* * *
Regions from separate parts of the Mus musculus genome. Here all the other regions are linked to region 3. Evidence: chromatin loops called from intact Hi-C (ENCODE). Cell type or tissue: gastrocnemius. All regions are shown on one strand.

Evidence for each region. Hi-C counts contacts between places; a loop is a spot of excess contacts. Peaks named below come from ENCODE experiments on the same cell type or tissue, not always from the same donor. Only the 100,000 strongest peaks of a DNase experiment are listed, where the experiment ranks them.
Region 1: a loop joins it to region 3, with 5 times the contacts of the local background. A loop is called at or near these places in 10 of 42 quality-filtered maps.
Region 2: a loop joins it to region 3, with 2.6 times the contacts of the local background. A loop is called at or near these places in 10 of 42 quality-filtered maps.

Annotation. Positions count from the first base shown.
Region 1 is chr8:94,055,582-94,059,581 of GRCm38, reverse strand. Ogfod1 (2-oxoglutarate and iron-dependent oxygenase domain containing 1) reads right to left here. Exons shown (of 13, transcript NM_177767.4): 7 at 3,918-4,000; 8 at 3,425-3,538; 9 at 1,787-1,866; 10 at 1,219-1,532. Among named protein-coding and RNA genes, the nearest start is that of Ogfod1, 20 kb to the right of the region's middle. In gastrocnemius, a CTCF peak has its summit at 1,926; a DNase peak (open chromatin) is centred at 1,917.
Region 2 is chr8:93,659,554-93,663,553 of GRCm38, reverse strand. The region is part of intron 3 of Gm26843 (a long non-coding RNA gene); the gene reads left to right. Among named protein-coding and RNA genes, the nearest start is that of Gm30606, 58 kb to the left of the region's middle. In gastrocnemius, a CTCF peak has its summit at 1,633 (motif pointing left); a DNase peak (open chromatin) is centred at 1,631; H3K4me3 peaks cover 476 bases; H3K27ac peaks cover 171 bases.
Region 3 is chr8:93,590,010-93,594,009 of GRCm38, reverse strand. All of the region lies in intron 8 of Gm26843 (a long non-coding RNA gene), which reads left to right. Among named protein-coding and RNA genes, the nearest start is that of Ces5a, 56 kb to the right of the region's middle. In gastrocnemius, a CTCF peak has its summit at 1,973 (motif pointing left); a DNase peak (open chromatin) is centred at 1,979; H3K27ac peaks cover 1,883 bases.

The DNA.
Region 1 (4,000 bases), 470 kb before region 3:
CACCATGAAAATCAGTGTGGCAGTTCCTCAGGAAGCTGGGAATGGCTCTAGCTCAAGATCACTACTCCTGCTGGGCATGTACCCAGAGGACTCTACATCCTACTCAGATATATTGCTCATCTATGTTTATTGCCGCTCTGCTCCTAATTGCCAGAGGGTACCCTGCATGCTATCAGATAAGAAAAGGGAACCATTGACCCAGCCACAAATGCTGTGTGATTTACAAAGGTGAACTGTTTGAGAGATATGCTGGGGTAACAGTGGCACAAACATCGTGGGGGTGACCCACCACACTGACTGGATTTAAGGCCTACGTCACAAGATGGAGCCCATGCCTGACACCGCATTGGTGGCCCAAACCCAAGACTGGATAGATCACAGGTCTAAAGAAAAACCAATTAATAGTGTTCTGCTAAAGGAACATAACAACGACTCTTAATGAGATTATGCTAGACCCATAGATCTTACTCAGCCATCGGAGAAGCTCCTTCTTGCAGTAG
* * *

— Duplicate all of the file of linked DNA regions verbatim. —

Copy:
Regions from separate parts of the Mus musculus genome. Here all the other regions are linked to region 3. Evidence: chromatin loops called from intact Hi-C (ENCODE). Cell type or tissue: gastrocnemius. All regions are shown on one strand.

Evidence for each region. Hi-C counts contacts between places; a loop is a spot of excess contacts. Peaks named below come from ENCODE experiments on the same cell type or tissue, not always from the same donor. Only the 100,000 strongest peaks of a DNase experiment are listed, where the experiment ranks them.
Region 1: a loop joins it to region 3, with 5 times the contacts of the local background. A loop is called at or near these places in 10 of 42 quality-filtered maps.
Region 2: a loop joins it to region 3, with 2.6 times the contacts of the local background. A loop is called at or near these places in 10 of 42 quality-filtered maps.

Annotation. Positions count from the first base shown.
Region 1 is chr8:94,055,582-94,059,581 of GRCm38, reverse strand. Ogfod1 (2-oxoglutarate and iron-dependent oxygenase domain containing 1) reads right to left here. Exons shown (of 13, transcript NM_177767.4): 7 at 3,918-4,000; 8 at 3,425-3,538; 9 at 1,787-1,866; 10 at 1,219-1,532. Among named protein-coding and RNA genes, the nearest start is that of Ogfod1, 20 kb to the right of the region's middle. In gastrocnemius, a CTCF peak has its summit at 1,926; a DNase peak (open chromatin) is centred at 1,917.
Region 2 is chr8:93,659,554-93,663,553 of GRCm38, reverse strand. The region is part of intron 3 of Gm26843 (a long non-coding RNA gene); the gene reads left to right. Among named protein-coding and RNA genes, the nearest start is that of Gm30606, 58 kb to the left of the region's middle. In gastrocnemius, a CTCF peak has its summit at 1,633 (motif pointing left); a DNase peak (open chromatin) is centred at 1,631; H3K4me3 peaks cover 476 bases; H3K27ac peaks cover 171 bases.
Region 3 is chr8:93,590,010-93,594,009 of GRCm38, reverse strand. All of the region lies in intron 8 of Gm26843 (a long non-coding RNA gene), which reads left to right. Among named protein-coding and RNA genes, the nearest start is that of Ces5a, 56 kb to the right of the region's middle. In gastrocnemius, a CTCF peak has its summit at 1,973 (motif pointing left); a DNase peak (open chromatin) is centred at 1,979; H3K27ac peaks cover 1,883 bases.

The DNA.
Region 1 (4,000 bases), 470 kb before region 3:
CACCATGAAAATCAGTGTGGCAGTTCCTCAGGAAGCTGGGAATGGCTCTAGCTCAAGATCACTACTCCTGCTGGGCATGTACCCAGAGGACTCTACATCCTACTCAGATATATTGCTCATCTATGTTTATTGCCGCTCTGCTCCTAATTGCCAGAGGGTACCCTGCATGCTATCAGATAAGAAAAGGGAACCATTGACCCAGCCACAAATGCTGTGTGATTTACAAAGGTGAACTGTTTGAGAGATATGCTGGGGTAACAGTGGCACAAACATCGTGGGGGTGACCCACCACACTGACTGGATTTAAGGCCTACGTCACAAGATGGAGCCCATGCCTGACACCGCATTGGTGGCCCAAACCCAAGACTGGATAGATCACAGGTCTAAAGAAAAACCAATTAATAGTGTTCTGCTAAAGGAACATAACAACGACTCTTAATGAGATTATGCTAGACCCATAGATCTTACTCAGCCATCGGAGAAGCTCCTTCTTGCAGTAG